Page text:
Pet Adoption website
Responsive web design (Case study of UX course by Google)
Pet adoption is a website that allows you to adopt a pet through our website. The usual user is between the ages of 24 and 38, and the majority of users are in a couple or with family. The goal of pet adoption is to find homes and families for the pets, as well as to help individuals choose the right pet for them based on their personality.
August 2021 to September 2021
People want to know more about the pet's history and their story before they were taken into the shelter, as well as their situation and personality. They wish they could find a pet that matches their personality and family through the website.
Create a website that allows users to choose a pet based on their personality and match.
UX designer leading the pet adoption website design
Conducting interviews, paper and digital wireframing, low and high-fidelity prototyping, conducting usability studies, accounting for accessibility, iterating on designs, and responsive design.
To better understand the target user and their needs, I conducted user interviews, which I then turned into empathy maps. I noticed that many target users want to adopt a pet for themselves or their families to join them, as well as help those pets have a better life. Many adopting websites, on the other hand, are overwhelming and difficult to browse, which frustrates many potential customers. This made a typically pleasurable experience difficult for them, and they couldn't find what they were looking for.
We created a persona after gathering insights from user research and developing a clear image of who our target user would be. A user persona will assist us in making better design decisions that will meet the needs of the user.
I Created a problem statement based on our persona story which is a brief explanation of a problem to be solved or a situation to be improved It identifies the difference between a process's or product's present (problem) and desired (goal) states.
User journey map
I created a user journey map of Eli's experience using the site to help identify possible pain points and improvement opportunities.
Difficulty with website navigation was one of the pain points for users, so I used that knowledge to create a sitemap.
My goal here was to make strategic information architecture decisions that would improve overall website navigation. The structure I chose was designed to make things simple and easy.
Following that, I drew paper wireframes for each screen in my website, keeping in mind the user's pain points about navigation, browsing, and what they wish to flow.
Paper wireframe screen size variations
Because Pet adoption customers access the site on a variety of different devices, I started to work on designs for additional screen sizes to make sure the site would be fully responsive.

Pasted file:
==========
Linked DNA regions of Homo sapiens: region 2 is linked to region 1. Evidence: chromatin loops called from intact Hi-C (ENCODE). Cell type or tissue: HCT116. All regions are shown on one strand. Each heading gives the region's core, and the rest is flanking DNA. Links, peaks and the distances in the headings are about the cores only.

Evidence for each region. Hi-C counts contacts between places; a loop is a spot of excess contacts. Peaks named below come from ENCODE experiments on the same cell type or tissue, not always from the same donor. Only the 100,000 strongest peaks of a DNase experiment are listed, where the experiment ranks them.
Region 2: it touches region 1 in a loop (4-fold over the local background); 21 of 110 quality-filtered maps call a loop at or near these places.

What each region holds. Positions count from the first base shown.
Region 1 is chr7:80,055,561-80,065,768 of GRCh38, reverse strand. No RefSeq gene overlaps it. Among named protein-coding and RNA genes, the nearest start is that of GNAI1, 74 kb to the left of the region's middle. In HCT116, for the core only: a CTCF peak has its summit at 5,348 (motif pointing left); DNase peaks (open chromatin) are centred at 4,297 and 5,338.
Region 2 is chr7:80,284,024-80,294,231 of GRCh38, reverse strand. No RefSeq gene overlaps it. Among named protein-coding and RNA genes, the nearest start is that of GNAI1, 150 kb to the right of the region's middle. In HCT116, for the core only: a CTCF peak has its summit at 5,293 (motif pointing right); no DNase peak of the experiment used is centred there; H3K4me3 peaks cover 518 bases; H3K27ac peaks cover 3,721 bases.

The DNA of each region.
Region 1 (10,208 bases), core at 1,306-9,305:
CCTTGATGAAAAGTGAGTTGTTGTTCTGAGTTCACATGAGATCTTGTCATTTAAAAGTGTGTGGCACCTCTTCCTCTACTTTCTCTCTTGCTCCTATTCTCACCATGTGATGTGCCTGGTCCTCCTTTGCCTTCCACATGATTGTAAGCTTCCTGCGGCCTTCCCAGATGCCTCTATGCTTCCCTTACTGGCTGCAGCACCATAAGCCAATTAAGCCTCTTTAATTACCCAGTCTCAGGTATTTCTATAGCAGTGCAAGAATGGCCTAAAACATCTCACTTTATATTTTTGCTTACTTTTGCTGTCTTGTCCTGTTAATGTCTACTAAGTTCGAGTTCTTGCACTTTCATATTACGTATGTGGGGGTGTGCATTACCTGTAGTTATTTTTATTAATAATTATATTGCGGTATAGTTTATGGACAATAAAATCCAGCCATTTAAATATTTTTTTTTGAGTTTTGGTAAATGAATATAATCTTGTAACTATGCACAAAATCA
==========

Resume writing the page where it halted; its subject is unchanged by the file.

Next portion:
Moving from paper to digital wireframes made it easy to understand how the redesign could help address user pain points and improve the user experience.
I linked all of the screens involved in the core user flow of selecting a pet and filling out the adoption form to build a low-fidelity prototype.
At this point, I had received feedback on my designs about things like placement of buttons and page organization. I made sure to listen to their feedback, and I implemented several suggestions in places that addressed user pain points.
I made changes to the site's Home page and adoption form flow based on the findings of the usability research.
One of the adjustments I did was to include an open dropdown underneath the dog icon so that people could understand it better.
I changed the form application questionary to multiple questionary forms to make it easy for users.
Mockups: Screen size variations
I included considerations for additional screen sizes in my mockups based on my earlier wireframes. Because users shop from a variety of devices, I felt it was important to optimize the browsing experience for a range of device sizes, such as mobile so users have the smoothest experience possible.
My hi-fi prototype followed the same user flow as the lo-fi prototype and included the design changes made after the usability study.
The website gives users the impression that it matches their needs for adopting a pet based on their personality.
One quote from peer feedback:
"It is really beneficial because I can filter all of my needs from the dog and just look for those that are fit for me and my family".
What I learned:
I have to set my opinion about design aside and look for what the user needs and what the greatest solution is for them.
Conduct another round of usability testing to confirm that the users' pain points have been properly handled.
Conduct further user research to identify any new areas of need, and create mobile, tablet, and desktop responsive websites